In October, the Institute for International Communication hosted Dr. Marko Milosavljevic who discussed his cutting-edge research on media capture . A group of undergraduate students of International Communication reflected on the theme. This is a post in the series, by Holly Hutchison.
As the introduction of new media becomes a regular phenomenon, it must be noted that despite the frequency in which media appears, which may seem to promote accountability of those in power, the connection between the government and media are closer than we may have previously thought. In simpler terms, more media does not necessarily mean more accurate information, or more freedom.
This effect is known as media capture. Although a bit of a broad term, it covers the relationship between elites who hold political and economic influence and the media who report upon them. When we, as a general public in the United States, think about media, we incorporate the idea that the first amendment is one of the most fundamental principles of how citizens interact with these channels. We see journalists and news anchors as in a position of power to hold large companies or politicians to a higher standard, and see it as their duty to reveal any wrongdoings amongst the elites. However, this may not be the case. Here, we can think about media capture as governmental control, political influence, and the business interests that reign over what we tend to think of as free and accurate media.
Capture is a term that simplifies the idea of a media being controlled by those who seek to benefit from that control. Whether advertisers, corporations, or the government, the freedom and accountability that society expects from the media are owned by those entities that have an agenda to push. Media capture, therefore, occurs in nearly all aspects of media. Even in countries we would deem quite liberal, capture still exists, and “as long as capture exists…then the media are not truly free.”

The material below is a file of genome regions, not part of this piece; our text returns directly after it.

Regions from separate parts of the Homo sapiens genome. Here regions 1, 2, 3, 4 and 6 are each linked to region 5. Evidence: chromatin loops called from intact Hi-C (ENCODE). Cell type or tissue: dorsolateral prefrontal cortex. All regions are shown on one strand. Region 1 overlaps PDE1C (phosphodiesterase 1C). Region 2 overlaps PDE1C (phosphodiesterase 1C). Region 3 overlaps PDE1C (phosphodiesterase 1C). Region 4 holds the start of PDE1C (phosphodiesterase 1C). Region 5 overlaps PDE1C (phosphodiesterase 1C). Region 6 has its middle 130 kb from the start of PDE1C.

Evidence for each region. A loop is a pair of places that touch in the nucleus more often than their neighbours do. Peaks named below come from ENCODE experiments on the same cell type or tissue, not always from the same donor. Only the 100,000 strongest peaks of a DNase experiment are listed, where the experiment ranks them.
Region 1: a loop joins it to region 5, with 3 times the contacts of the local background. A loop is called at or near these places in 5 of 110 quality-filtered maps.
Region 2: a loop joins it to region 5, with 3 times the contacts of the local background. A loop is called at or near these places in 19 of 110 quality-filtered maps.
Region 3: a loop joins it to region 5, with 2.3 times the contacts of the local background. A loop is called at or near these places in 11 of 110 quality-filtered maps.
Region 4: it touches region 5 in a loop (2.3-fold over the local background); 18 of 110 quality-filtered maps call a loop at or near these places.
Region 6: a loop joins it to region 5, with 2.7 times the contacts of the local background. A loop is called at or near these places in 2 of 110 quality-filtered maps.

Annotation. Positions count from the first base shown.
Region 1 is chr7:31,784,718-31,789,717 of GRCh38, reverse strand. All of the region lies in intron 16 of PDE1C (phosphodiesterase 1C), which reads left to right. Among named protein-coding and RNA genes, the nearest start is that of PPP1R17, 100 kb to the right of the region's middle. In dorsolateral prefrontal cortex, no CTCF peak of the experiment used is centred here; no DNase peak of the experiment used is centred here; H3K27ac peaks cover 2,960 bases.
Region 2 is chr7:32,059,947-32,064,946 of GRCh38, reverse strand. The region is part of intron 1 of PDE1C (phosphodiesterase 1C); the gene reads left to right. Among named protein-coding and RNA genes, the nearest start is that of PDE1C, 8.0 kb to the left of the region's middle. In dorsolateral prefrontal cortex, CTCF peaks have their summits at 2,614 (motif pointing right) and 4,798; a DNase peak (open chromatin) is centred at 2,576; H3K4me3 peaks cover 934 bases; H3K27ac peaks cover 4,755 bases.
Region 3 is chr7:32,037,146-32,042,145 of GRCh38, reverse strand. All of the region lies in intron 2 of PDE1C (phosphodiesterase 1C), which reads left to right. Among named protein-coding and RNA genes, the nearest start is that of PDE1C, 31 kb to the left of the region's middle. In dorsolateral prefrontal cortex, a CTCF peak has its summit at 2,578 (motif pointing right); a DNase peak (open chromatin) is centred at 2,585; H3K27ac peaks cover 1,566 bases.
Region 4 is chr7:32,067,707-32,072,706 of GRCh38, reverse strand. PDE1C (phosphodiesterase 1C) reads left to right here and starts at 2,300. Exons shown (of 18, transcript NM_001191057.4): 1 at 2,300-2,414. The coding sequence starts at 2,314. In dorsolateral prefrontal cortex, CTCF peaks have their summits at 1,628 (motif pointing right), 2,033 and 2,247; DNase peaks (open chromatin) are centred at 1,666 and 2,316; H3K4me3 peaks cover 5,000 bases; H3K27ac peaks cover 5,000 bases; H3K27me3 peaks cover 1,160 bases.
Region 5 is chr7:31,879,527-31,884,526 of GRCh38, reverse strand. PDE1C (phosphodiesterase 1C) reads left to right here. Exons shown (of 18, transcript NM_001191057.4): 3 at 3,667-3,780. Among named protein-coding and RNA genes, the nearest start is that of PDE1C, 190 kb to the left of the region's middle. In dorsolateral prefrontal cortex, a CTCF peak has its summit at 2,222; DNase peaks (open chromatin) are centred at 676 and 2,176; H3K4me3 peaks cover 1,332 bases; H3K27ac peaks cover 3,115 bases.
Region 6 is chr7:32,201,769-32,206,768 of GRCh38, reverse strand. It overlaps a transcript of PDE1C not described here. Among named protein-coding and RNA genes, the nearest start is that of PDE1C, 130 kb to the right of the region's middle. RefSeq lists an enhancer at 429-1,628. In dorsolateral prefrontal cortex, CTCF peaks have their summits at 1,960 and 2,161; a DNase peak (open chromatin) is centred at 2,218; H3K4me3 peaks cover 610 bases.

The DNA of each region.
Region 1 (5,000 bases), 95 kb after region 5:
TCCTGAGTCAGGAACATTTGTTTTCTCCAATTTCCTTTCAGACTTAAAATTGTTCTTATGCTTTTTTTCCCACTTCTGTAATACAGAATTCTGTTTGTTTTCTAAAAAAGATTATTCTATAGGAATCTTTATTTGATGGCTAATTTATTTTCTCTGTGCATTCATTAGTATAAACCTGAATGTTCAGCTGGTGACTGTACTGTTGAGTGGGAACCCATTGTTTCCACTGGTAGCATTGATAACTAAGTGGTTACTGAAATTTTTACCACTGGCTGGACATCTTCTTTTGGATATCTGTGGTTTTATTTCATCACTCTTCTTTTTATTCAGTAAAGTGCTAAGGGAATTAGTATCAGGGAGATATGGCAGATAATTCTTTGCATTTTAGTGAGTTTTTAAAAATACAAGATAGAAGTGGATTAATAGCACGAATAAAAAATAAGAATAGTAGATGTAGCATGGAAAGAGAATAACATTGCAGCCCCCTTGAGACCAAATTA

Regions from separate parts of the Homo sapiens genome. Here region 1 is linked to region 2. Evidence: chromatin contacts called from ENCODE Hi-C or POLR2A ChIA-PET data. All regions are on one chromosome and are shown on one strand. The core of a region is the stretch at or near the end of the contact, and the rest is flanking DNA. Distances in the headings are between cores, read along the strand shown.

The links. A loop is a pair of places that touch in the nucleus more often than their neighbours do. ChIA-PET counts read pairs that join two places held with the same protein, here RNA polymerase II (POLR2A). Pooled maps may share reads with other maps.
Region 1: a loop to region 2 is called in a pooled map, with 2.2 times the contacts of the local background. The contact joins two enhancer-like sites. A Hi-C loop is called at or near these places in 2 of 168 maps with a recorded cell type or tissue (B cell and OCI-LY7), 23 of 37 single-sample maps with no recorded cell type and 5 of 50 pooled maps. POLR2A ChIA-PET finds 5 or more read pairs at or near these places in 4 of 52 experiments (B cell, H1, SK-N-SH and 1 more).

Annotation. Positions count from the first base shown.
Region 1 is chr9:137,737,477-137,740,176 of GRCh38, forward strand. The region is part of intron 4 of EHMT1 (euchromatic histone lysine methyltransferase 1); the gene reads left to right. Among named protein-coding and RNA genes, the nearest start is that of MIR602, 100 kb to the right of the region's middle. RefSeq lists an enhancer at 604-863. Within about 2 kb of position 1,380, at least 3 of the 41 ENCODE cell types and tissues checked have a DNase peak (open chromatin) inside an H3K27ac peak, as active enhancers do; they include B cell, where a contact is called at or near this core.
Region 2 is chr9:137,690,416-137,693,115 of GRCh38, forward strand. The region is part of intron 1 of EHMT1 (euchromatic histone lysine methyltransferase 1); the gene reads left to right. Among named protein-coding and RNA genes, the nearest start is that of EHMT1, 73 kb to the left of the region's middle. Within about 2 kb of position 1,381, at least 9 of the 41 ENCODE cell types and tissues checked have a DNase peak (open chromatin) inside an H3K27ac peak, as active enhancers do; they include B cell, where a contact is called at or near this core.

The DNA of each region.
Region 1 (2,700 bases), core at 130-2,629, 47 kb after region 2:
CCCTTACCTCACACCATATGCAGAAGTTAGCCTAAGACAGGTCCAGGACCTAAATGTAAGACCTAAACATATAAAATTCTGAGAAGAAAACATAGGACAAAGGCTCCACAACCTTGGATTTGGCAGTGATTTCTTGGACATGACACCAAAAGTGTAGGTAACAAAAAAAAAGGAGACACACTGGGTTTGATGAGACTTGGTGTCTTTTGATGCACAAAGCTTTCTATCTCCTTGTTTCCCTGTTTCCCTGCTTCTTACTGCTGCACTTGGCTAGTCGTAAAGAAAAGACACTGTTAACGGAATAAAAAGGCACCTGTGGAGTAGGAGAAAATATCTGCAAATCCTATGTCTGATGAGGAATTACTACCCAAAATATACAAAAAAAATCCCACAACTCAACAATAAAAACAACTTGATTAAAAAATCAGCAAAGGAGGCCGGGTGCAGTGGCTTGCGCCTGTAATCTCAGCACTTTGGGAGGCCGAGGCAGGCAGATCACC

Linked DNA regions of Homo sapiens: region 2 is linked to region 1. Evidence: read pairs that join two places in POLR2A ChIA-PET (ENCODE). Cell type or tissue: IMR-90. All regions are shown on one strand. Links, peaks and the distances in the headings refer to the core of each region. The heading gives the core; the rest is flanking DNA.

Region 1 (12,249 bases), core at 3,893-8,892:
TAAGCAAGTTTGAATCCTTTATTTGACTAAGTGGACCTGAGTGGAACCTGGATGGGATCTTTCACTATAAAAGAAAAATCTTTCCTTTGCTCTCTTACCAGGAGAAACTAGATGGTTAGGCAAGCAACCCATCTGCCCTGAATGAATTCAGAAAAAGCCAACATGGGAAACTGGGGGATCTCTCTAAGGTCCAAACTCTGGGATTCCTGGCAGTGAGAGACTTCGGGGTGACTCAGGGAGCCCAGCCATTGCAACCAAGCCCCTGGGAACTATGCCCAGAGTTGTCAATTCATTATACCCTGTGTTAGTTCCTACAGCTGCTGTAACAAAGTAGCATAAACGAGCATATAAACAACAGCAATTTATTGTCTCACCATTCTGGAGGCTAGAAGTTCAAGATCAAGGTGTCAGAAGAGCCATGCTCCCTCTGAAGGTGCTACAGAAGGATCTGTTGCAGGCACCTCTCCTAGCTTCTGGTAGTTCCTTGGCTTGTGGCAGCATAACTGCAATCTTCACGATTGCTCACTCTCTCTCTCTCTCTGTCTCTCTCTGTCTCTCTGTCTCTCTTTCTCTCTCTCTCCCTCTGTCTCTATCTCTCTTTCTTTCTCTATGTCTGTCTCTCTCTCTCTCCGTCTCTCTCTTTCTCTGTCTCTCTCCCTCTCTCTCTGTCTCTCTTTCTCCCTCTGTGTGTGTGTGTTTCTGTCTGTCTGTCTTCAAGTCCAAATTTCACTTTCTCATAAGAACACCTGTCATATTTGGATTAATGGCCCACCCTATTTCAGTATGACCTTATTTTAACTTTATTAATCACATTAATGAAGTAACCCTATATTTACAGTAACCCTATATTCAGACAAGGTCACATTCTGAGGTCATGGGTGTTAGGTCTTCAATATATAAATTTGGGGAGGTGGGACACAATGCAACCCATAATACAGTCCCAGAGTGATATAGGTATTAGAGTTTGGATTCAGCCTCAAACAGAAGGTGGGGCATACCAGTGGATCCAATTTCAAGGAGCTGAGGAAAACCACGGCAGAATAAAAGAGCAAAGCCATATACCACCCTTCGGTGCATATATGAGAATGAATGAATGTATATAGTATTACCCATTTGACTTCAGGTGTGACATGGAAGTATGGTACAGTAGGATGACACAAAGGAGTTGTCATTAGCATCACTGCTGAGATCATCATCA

Obviously we recognize that censored countries have a significant amount of governmental influence amongst the media. In the most extreme circumstances, governmental control is all that is known amongst the general populous, to the point that the integration of governmental ideals and influence is widely accepted, and not questioned. But, even the very liberal country of Norway, a seemingly near opposite, has experienced media capture.
With the rise of new media, such as different outlets of digital technology, political influence is not lost. With election campaigns seeking to gain a polling advantage, the use of social media to gain influence strikes a power imbalance. Any election requires some form of persuasive content, so naturally politicians seek to gain a lead by influencing content across various media. Although this is not necessarily exploitative by nature, as seen in other countries around the world, it still indicates that with the growing presence of technology media capture will only continue to increase.
As digital technology evolves, so does the way an influencer interacts with the public. In order to gain authority, these powerful entities manipulate the public into perceiving the corporations interests in a brighter light, or more in favor to the public eye. Media capture is on the rise and looks as though it will continue to grow alongside emerging media. Despite this development, the public can take steps to increase awareness and expose the media that is being influenced. By advocating for policies to control capture such as promoting “diversity of ownership, requiring transparency of ownership, and strengthening media regulators,” capture can control or expose the power that influencers have on the content we receive. In the digital age, in which sources are not always necessarily checked and a plethora of media biases fill every channel, taking measures to encourage the protection of free expression is essential in moving forward and ensuring media capture is controlled.
Karlsen, Rune, and Bernard Enjolras. “Styles of Social Media Campaigning and Influence in a Hybrid Political Communication System.” The International Journal of Press/Politics, 27 Apr. 2016, journals.sagepub.com/doi/full/10.1177/1940161216645335.
Schiffrin, Anya. “Media Capture: Introduction.” Center for International Media Assistance, 2017, www.cima.ned.org/resource/media-capture-introduction/.